FEATURE: Look Left – London Dispatch
With “The Ferryman”, “The Nap”, and “Network” arriving on Broadway this fall from London, and English productions of “Ink” and “King Lear” planned for the spring, it might feel like the British are invading! On my recent trip to London, though, I caught three American musicals, two-classics receiving new productions on the West End, and one new musical developed in New York that is Broadway-bound. Here’s a roundup look:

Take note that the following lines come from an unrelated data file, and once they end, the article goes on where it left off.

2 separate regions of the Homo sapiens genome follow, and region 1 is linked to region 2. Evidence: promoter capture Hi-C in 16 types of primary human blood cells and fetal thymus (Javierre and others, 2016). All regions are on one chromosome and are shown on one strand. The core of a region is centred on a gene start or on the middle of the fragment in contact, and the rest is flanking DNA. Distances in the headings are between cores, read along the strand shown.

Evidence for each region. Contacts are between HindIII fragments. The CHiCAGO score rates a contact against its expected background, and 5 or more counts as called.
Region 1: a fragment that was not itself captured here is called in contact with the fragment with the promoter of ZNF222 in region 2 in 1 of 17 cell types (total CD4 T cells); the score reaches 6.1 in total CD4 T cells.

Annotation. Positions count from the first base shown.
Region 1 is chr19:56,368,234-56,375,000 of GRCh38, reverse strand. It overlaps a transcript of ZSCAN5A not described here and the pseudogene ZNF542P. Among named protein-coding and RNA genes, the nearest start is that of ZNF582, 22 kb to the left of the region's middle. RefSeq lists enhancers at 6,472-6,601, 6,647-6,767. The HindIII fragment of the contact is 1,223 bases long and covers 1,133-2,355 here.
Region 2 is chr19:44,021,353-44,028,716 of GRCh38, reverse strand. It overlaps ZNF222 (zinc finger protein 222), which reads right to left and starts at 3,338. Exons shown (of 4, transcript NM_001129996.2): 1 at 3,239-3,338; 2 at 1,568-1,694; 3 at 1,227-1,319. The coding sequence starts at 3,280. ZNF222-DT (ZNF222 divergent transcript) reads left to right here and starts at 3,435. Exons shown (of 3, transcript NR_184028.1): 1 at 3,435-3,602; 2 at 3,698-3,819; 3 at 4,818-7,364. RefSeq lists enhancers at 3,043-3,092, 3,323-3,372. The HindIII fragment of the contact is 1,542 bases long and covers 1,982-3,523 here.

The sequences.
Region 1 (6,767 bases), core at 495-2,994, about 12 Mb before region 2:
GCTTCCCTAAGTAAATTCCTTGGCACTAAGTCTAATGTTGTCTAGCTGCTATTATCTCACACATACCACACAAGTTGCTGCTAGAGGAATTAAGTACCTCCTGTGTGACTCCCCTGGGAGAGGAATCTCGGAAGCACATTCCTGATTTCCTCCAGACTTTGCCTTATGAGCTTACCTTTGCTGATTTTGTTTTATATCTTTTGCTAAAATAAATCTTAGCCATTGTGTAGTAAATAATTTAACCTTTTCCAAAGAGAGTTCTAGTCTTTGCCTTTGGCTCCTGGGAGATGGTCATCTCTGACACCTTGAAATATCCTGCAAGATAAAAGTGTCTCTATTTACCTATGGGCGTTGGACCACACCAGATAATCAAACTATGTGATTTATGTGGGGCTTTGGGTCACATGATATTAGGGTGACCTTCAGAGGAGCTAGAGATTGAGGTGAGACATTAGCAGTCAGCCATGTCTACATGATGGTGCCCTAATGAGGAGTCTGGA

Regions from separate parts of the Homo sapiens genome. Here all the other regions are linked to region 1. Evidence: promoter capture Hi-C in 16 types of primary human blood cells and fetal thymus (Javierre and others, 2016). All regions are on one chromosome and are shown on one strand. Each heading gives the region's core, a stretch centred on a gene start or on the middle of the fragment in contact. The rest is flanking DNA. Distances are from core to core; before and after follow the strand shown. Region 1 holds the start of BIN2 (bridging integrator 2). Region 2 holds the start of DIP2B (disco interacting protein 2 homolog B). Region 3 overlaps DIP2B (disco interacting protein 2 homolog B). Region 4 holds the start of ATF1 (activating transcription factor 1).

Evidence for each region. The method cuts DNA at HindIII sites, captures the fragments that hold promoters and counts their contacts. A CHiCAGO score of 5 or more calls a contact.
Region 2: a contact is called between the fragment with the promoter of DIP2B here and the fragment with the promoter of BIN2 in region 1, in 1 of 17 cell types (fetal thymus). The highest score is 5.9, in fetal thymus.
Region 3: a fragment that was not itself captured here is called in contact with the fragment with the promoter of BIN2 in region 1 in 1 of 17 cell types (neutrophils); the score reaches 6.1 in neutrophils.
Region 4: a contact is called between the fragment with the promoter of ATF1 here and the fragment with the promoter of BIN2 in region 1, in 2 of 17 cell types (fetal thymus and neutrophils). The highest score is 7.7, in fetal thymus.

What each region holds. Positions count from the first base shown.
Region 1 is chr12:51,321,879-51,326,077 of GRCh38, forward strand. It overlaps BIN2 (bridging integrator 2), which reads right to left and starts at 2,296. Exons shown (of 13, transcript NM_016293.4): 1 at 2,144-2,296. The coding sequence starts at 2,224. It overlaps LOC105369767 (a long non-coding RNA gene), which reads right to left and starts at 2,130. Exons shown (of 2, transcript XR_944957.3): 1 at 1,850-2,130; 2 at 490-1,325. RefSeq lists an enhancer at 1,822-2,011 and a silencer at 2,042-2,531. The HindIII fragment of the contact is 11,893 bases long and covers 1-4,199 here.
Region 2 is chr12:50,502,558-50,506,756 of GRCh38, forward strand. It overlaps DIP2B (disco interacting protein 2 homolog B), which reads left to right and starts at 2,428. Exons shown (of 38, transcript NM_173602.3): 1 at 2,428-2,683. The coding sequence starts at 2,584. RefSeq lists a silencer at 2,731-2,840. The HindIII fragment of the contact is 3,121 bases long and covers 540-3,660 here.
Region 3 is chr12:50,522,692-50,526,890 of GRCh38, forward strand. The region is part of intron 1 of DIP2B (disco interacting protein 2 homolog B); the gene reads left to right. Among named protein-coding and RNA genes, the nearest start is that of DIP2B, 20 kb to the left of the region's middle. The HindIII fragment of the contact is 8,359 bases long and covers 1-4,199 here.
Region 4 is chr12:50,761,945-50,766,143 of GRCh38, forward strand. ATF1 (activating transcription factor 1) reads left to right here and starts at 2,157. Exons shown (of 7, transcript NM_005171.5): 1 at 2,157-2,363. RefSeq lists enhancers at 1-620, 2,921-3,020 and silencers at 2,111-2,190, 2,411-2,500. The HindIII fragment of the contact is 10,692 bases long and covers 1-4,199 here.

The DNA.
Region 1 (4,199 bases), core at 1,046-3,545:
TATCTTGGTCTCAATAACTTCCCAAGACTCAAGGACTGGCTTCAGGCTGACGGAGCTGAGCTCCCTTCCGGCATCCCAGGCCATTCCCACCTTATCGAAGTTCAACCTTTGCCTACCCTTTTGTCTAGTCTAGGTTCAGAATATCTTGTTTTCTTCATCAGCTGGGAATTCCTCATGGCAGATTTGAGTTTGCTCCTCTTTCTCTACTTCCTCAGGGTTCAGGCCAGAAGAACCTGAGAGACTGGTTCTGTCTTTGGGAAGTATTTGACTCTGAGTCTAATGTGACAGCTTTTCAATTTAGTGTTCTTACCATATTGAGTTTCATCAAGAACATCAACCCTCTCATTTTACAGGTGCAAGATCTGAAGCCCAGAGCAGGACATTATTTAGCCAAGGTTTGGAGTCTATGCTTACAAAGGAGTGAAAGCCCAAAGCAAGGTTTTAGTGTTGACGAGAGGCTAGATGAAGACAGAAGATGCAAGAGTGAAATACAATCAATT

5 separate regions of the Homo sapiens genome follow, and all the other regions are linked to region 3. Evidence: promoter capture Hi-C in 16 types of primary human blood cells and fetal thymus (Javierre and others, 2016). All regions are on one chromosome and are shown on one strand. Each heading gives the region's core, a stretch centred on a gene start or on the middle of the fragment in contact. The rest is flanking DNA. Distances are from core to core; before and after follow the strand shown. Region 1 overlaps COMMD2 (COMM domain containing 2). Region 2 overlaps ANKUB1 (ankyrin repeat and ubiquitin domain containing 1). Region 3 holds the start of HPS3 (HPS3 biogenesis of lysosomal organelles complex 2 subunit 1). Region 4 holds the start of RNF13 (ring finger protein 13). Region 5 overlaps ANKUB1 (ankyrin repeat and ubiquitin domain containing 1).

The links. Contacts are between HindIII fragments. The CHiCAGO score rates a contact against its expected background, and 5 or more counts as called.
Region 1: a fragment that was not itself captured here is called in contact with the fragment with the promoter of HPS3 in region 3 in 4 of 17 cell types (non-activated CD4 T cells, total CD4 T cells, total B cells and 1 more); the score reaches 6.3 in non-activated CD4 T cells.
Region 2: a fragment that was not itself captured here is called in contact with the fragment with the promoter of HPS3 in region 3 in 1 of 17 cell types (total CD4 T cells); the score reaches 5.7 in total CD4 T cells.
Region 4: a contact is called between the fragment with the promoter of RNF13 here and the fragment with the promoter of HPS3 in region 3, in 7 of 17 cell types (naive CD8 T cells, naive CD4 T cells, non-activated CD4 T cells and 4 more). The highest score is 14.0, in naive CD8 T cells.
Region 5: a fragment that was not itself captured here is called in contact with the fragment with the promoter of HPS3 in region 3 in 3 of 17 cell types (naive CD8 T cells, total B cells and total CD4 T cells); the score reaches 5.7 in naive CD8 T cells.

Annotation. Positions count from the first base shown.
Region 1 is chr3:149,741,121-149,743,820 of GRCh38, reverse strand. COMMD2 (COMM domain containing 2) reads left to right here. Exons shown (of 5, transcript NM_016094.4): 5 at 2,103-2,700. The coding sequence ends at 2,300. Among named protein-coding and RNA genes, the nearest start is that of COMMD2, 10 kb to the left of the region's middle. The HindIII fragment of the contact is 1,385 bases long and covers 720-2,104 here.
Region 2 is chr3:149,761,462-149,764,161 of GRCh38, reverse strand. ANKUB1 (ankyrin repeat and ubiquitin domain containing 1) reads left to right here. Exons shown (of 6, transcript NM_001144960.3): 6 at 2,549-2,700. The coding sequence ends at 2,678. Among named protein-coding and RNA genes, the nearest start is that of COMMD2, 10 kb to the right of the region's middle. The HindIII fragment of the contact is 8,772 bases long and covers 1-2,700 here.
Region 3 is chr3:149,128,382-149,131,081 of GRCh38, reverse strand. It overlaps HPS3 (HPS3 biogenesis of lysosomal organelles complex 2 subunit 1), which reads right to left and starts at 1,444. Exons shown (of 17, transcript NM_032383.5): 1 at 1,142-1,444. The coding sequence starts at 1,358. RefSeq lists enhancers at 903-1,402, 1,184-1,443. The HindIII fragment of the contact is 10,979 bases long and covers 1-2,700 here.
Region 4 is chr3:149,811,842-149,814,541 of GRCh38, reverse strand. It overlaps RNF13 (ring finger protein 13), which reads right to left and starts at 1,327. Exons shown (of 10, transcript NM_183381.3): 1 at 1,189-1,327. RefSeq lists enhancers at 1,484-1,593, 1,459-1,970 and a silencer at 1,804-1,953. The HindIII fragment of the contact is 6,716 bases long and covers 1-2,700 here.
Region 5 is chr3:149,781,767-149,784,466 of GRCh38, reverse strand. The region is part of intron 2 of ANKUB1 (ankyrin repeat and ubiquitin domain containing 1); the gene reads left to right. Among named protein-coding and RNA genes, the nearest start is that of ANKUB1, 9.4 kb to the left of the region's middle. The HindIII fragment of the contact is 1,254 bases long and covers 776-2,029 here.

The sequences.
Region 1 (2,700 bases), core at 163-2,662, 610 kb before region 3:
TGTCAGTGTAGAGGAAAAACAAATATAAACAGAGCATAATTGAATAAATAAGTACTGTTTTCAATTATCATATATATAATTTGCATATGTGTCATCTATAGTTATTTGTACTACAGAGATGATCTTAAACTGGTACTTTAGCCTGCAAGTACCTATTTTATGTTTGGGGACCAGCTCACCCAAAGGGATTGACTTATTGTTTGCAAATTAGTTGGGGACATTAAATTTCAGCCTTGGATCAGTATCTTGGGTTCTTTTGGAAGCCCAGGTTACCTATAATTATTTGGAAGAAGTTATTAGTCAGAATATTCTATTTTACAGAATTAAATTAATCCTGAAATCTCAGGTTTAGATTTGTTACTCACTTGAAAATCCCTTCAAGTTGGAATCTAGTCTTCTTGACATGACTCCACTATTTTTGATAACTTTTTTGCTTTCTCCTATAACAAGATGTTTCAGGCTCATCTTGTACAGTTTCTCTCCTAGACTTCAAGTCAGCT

“Company” (Revival Musical, Gielgud Theatre): A new revival of Stephen Sondheim and George Furth’s Tony Award winning best musical “Company” by director Marianne Elliott (“Angels in America”, “War Horse”), starring Patti LuPone and featuring a gender-swapped leading character, is undoubtedly the hottest ticket in London right now. Much has been written and said about the potential novelty of changing the leading man of this show about a 35 year old bachelor and his married friends into a leading lady, but with just a few lyric and dialogue edits, it is amazing how easily that transformation works, and how effective it is at offering new and revelatory insights into both the existing material and, in turn, sexual politics of the present moment. To be clear, “Company” is a perfect musical as is. It does not need “fixing”. But what Ms. Elliott and her collaborators, including Mr. Sondheim himself, have done is not fix “Company” so much as create a newly resonant adaption for 2018. “Company” was not written as a period piece in 1970, so it is refreshing to see it played as a contemporary one once again, something that could not be done without changing some references (“The Seagram’s Building”, “my service will explain”, or the repeatedly mentioned fad-obsession with analysis) and adding in our ubiquitous technology (iPhone, iPad, texting). Transforming Bobby into Bobbie, Amy into Jamie (her gay best friend), the trio of girlfriends into boyfriends, and flipping most of Jenny and David’s lines creates opportunities for well-known scenes and songs to hit the audience in new ways, precisely, if not unfortunately, because society’s baked-in expectations for single women are different than they are for men. This production features the best physical design of any I’ve ever seen for “Company”, and a striking new number that turns the “Tick Tock” sex ballet into a dream-like movement sequence about the tick-tock of a woman’s biological clock. Rosalie Craig’s Bobbie offers a master class in all the many roles we expect women to play while balancing love, marriage, friendship, and career. Patti LuPone is unsurprisingly perfect as Joanne. And Jonathan Bailey is a stellar standout as the aforementioned Jamie (“Not Getting Married Today” is a highlight). That newly added representation of a gay character in a musical about relationships makes a powerful impact almost, if not completely, on par with changing Bobby into a woman. Both upend our gendered expectations. This ravishing version of “Company” deserves to have a long life and, if there is any justice in the world, should transfer to Broadway next season.